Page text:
HEART DISEASE FACTS & STATS
FREQUENTLY ASKED QUESTIONS
Heart Disease is the leading cause of death of women in the United States. In fact, one in three women lives with heart disease; African Americans & Latinas are at greater risk for heart disease. Although most people think of it as a “man’s disease,” about the same number of women die each year of heart disease as men.
Essence Banks, Founder of Heart N Hands educates girls on heart health - NOLA.com
Essence Banks was diagnosed with heart disease at 30 years old. Up until that point, she had been an active woman with no other warning signs. Since then, she has made it her mission to educate the public about heart health. She founded Heart N Hands in 2014 to educate girls about heart health, including prevention, fitness and overall wellness. February 25, 2016
What are Diseases of the Heart?
The National Center for Health Statistics tabulated mortality of "Diseases of the Heart." The term is commonly used in its statistical publications and its compilation of the leading causes of death. This category groups diseases containing words referring to the "heart" and includes:
- Acute Rheumatic Fever/Chronic Rheumatic Heart Diseases
- Hypertensive Heart Disease and Hypertensive Heart and Renal Disease
- Coronary Heart Disease
- Other Heart Diseases includes heart failure
Heart Attack Signs in Women
- Uncomfortable pressure, squeezing, fullness or pain in the center of your chest. It lasts more than a few minutes, or goes away and comes back.
- Pain or discomfort in one or both arms, the back, neck, jaw or stomach.
- Shortness of breath with or without chest discomfort.
- Other signs such as breaking out in a cold sweat, nausea or lightheadedness.
- As with men, women’s most common heart attack symptom is chest pain or discomfort. But women are somewhat more likely than men to experience some of the other common symptoms, particularly shortness of breath, nausea/vomiting and back or jaw pain.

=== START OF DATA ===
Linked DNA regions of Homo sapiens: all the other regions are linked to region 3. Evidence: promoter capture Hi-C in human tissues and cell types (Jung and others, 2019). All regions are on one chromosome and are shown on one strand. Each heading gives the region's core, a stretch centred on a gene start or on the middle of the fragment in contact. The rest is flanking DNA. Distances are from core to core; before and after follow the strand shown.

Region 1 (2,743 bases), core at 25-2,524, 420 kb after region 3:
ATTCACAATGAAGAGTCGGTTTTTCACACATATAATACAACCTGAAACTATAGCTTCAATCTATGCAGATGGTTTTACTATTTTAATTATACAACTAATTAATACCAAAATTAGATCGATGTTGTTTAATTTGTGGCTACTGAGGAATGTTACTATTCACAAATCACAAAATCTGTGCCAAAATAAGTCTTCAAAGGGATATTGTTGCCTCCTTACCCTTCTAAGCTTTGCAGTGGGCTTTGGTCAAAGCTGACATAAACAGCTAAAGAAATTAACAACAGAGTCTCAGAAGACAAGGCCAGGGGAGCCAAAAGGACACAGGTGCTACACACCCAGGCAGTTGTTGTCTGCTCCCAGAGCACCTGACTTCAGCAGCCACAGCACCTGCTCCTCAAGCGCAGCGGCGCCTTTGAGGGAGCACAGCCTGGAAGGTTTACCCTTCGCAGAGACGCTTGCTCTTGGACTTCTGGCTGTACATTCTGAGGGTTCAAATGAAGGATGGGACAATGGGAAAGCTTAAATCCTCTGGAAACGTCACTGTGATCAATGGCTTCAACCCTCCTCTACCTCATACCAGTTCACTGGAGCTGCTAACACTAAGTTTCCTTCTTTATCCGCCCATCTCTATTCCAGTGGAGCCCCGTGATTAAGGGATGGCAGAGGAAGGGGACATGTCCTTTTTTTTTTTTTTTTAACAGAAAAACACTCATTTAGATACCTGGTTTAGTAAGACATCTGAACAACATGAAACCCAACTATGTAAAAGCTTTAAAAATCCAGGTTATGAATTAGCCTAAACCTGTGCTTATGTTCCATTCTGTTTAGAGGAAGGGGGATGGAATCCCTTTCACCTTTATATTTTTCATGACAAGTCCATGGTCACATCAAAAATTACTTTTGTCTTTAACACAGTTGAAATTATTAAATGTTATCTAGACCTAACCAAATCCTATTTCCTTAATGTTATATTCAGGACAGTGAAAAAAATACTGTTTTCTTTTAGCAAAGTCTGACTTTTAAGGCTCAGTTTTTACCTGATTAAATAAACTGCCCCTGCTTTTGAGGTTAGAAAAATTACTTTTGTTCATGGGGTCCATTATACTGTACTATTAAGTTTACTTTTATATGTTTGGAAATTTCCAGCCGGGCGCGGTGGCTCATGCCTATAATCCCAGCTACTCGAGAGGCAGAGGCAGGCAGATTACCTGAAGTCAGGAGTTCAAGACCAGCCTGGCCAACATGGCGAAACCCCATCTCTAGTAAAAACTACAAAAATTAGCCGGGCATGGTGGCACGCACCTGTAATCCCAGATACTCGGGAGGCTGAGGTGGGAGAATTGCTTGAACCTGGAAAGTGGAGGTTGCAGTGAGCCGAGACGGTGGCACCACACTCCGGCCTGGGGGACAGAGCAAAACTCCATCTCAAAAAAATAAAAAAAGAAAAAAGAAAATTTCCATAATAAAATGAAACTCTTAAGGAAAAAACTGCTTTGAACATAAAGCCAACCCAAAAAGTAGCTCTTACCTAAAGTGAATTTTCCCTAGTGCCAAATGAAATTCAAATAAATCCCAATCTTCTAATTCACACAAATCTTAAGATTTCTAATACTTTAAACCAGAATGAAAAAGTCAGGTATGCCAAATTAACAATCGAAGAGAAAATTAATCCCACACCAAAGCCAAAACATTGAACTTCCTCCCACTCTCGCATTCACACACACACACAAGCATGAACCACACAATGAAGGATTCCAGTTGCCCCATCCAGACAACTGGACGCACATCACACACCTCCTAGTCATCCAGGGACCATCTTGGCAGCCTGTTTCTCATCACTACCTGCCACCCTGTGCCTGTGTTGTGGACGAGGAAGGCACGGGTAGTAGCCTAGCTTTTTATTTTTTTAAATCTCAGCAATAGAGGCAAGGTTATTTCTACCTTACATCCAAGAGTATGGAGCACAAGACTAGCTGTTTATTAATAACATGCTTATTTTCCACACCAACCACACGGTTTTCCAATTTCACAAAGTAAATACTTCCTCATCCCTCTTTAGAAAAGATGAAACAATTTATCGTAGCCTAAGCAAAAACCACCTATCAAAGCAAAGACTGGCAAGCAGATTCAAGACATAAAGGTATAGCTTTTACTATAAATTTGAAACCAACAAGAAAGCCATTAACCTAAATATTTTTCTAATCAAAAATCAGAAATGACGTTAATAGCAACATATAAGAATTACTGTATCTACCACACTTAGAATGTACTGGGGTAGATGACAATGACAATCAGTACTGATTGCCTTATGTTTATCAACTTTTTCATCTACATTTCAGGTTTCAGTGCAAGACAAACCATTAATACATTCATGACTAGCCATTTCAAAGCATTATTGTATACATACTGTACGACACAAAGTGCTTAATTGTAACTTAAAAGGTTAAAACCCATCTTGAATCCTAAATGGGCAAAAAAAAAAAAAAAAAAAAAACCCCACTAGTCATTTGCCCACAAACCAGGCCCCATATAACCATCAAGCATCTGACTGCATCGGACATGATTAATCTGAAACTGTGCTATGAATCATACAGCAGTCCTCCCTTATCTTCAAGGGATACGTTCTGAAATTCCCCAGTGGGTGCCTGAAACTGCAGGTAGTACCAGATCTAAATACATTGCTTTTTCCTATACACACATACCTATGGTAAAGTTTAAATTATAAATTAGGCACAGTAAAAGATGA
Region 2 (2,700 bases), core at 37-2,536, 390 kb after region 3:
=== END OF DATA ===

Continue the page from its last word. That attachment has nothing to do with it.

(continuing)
These six heart attack symptoms are common in women:
- Chest pain or discomfort. Chest pain is the most common heart attack symptom, but some women may experience it differently than men
- Pain in your arm(s), back, neck, or jaw
- Stomach pain
- Shortness of breath, nausea, or lightheadedness
Heart disease is preventable. Here are a few top tips:
- Schedule an appointment with your healthcare provider to learn your personal risk for heart disease.
- Quit smoking. Did you know that just one year after you quit, you’ll cut your risk of coronary heart disease by 50 percent?
- Start an exercise program. Just walking 30 minutes a day can lower your risk for heart attack and stroke.
- Modify your family’s diet if needed. Check out these healthy cooking tips. You’ll learn smart substitutions, healthy snacking ideas and better prep methods. For example, with poultry, use the leaner light meat (breasts) instead of the fattier dark meat (legs and thighs), and be sure to remove the skin.
What Is Blood Pressure?
The top number refers to the amount of pressure in your arteries during contraction of your heart muscle. This is called systolic pressure. The bottom number refers to your blood pressure when your heart muscle is between beats. This is called diastolic pressure.
What Is Heart Failure?
Heart failure does not mean the heart has stopped working. Rather, it means that the heart's pumping power is weaker than normal. With heart failure, blood moves through the heart and body at a slower rate, and pressure in the heart increases. As a result, the heart cannot pump enough oxygen and nutrients to meet the body's needs. The chambers of the heart may respond by stretching to hold more blood to pump through the body or by becoming stiff and thickened. This helps to keep the blood moving, but the heart muscle walls may eventually weaken and become unable to pump as efficiently. As a result, the kidneys may respond by causing the body to retain fluid (water) and salt. If fluid builds up in the arms, legs, ankles, feet, lungs, or other organs, the body becomes congested, and congestive heart failure is the term used to describe the condition.
What are Stroke Warning Signs? FAST?
- Face Drooping Does one side of the face droop or is it numb? Ask the person to smile.
- Arm Weakness Is one arm weak or numb? Ask the person to raise both arms. Does one arm drift downward?
- Speech Difficulty Is speech slurred, are they unable to speak, or are they hard to understand? Ask the person to repeat a simple sentence, like "the sky is blue." Is the sentence repeated correctly?
- Time to call 9-1-1 If the person shows any of these symptoms, even if the symptoms go away, call 9-1-1 and get them to the hospital immediately.